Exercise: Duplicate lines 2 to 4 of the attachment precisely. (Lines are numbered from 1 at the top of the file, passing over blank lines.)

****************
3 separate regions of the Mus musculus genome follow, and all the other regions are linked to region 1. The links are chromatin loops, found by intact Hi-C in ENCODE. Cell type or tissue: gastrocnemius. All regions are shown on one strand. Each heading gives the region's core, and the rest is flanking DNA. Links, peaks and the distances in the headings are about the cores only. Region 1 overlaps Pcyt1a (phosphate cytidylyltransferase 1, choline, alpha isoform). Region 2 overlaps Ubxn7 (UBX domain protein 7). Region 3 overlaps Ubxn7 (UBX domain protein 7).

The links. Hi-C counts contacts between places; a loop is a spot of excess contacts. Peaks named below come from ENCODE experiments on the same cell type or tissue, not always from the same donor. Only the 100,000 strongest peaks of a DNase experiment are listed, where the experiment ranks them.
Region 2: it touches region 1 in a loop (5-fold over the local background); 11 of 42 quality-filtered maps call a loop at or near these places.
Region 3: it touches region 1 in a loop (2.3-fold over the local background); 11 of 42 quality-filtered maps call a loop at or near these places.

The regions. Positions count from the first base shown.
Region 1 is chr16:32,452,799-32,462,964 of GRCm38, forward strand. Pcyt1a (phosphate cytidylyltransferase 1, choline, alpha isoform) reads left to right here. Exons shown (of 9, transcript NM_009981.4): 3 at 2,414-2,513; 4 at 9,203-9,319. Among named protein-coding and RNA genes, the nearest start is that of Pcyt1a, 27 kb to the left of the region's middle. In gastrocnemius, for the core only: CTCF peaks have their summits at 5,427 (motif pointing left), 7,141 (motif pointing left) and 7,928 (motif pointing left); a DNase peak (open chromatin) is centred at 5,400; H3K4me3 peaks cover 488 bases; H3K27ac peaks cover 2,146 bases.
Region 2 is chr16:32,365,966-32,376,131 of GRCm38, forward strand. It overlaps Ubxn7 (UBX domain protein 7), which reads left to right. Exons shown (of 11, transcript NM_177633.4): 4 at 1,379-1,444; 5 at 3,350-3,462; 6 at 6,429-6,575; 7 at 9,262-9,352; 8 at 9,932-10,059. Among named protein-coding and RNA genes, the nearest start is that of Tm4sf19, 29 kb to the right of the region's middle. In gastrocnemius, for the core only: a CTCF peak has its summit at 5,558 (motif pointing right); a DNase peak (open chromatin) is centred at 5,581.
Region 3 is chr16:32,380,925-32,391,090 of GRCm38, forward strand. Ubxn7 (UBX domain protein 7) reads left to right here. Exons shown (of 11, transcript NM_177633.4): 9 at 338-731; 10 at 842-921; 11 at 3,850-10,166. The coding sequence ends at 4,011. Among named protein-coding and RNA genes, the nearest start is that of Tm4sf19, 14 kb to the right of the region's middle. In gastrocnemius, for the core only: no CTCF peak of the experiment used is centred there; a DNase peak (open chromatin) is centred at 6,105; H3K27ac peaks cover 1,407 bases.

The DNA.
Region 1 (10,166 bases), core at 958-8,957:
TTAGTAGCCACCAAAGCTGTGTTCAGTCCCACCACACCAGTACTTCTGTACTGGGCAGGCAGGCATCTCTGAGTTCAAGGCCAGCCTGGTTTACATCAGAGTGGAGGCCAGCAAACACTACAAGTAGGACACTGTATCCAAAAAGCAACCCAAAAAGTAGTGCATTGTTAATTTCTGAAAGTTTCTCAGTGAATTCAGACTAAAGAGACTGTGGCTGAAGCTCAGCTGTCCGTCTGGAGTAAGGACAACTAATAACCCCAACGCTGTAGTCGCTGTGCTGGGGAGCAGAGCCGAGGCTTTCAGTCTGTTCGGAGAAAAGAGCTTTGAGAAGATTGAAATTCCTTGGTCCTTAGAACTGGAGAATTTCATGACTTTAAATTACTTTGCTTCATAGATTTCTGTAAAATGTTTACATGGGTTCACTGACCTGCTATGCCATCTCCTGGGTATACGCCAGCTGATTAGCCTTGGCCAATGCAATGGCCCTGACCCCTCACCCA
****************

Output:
The links. Hi-C counts contacts between places; a loop is a spot of excess contacts. Peaks named below come from ENCODE experiments on the same cell type or tissue, not always from the same donor. Only the 100,000 strongest peaks of a DNase experiment are listed, where the experiment ranks them.
Region 2: it touches region 1 in a loop (5-fold over the local background); 11 of 42 quality-filtered maps call a loop at or near these places.
Region 3: it touches region 1 in a loop (2.3-fold over the local background); 11 of 42 quality-filtered maps call a loop at or near these places.